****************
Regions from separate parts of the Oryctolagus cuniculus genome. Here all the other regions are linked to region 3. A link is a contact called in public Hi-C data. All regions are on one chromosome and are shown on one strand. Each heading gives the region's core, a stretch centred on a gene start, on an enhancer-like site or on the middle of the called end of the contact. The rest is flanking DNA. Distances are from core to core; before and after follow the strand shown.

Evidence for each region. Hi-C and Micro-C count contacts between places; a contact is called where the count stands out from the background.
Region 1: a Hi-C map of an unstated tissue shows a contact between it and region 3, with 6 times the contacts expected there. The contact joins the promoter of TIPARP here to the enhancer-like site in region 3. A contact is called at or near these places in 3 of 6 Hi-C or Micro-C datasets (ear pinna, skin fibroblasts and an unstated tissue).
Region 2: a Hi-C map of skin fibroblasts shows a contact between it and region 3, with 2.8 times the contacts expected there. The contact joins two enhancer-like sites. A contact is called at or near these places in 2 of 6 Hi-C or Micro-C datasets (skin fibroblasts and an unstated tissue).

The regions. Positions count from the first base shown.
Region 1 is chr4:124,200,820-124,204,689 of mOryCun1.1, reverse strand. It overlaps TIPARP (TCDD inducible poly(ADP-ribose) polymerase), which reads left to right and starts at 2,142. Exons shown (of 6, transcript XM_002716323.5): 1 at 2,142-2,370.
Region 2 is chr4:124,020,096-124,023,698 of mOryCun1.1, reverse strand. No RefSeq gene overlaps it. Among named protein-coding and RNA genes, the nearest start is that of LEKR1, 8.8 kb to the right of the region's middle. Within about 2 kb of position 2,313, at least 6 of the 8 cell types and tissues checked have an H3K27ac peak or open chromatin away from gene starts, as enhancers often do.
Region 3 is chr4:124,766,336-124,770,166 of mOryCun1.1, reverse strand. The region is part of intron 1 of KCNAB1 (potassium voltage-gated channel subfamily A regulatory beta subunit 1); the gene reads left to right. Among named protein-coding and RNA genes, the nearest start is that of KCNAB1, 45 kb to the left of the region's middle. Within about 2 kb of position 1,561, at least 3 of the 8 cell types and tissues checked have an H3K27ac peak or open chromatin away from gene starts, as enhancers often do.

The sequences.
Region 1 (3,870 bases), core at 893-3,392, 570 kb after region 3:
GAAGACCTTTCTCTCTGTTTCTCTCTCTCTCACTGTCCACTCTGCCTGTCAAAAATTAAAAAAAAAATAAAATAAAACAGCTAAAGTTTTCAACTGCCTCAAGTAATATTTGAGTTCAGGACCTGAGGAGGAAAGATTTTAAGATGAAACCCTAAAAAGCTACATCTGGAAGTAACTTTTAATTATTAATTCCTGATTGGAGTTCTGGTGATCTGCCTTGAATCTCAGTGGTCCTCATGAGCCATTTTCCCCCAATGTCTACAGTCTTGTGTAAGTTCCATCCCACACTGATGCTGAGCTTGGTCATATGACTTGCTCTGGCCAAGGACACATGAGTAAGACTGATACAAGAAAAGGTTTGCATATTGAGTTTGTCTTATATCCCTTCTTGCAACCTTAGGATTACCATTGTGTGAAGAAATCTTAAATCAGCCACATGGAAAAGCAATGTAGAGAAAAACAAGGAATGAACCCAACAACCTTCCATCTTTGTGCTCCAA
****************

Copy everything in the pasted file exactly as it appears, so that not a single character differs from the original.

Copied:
Regions from separate parts of the Oryctolagus cuniculus genome. Here all the other regions are linked to region 3. A link is a contact called in public Hi-C data. All regions are on one chromosome and are shown on one strand. Each heading gives the region's core, a stretch centred on a gene start, on an enhancer-like site or on the middle of the called end of the contact. The rest is flanking DNA. Distances are from core to core; before and after follow the strand shown.

Evidence for each region. Hi-C and Micro-C count contacts between places; a contact is called where the count stands out from the background.
Region 1: a Hi-C map of an unstated tissue shows a contact between it and region 3, with 6 times the contacts expected there. The contact joins the promoter of TIPARP here to the enhancer-like site in region 3. A contact is called at or near these places in 3 of 6 Hi-C or Micro-C datasets (ear pinna, skin fibroblasts and an unstated tissue).
Region 2: a Hi-C map of skin fibroblasts shows a contact between it and region 3, with 2.8 times the contacts expected there. The contact joins two enhancer-like sites. A contact is called at or near these places in 2 of 6 Hi-C or Micro-C datasets (skin fibroblasts and an unstated tissue).

The regions. Positions count from the first base shown.
Region 1 is chr4:124,200,820-124,204,689 of mOryCun1.1, reverse strand. It overlaps TIPARP (TCDD inducible poly(ADP-ribose) polymerase), which reads left to right and starts at 2,142. Exons shown (of 6, transcript XM_002716323.5): 1 at 2,142-2,370.
Region 2 is chr4:124,020,096-124,023,698 of mOryCun1.1, reverse strand. No RefSeq gene overlaps it. Among named protein-coding and RNA genes, the nearest start is that of LEKR1, 8.8 kb to the right of the region's middle. Within about 2 kb of position 2,313, at least 6 of the 8 cell types and tissues checked have an H3K27ac peak or open chromatin away from gene starts, as enhancers often do.
Region 3 is chr4:124,766,336-124,770,166 of mOryCun1.1, reverse strand. The region is part of intron 1 of KCNAB1 (potassium voltage-gated channel subfamily A regulatory beta subunit 1); the gene reads left to right. Among named protein-coding and RNA genes, the nearest start is that of KCNAB1, 45 kb to the left of the region's middle. Within about 2 kb of position 1,561, at least 3 of the 8 cell types and tissues checked have an H3K27ac peak or open chromatin away from gene starts, as enhancers often do.

The sequences.
Region 1 (3,870 bases), core at 893-3,392, 570 kb after region 3:
GAAGACCTTTCTCTCTGTTTCTCTCTCTCTCACTGTCCACTCTGCCTGTCAAAAATTAAAAAAAAAATAAAATAAAACAGCTAAAGTTTTCAACTGCCTCAAGTAATATTTGAGTTCAGGACCTGAGGAGGAAAGATTTTAAGATGAAACCCTAAAAAGCTACATCTGGAAGTAACTTTTAATTATTAATTCCTGATTGGAGTTCTGGTGATCTGCCTTGAATCTCAGTGGTCCTCATGAGCCATTTTCCCCCAATGTCTACAGTCTTGTGTAAGTTCCATCCCACACTGATGCTGAGCTTGGTCATATGACTTGCTCTGGCCAAGGACACATGAGTAAGACTGATACAAGAAAAGGTTTGCATATTGAGTTTGTCTTATATCCCTTCTTGCAACCTTAGGATTACCATTGTGTGAAGAAATCTTAAATCAGCCACATGGAAAAGCAATGTAGAGAAAAACAAGGAATGAACCCAACAACCTTCCATCTTTGTGCTCCAA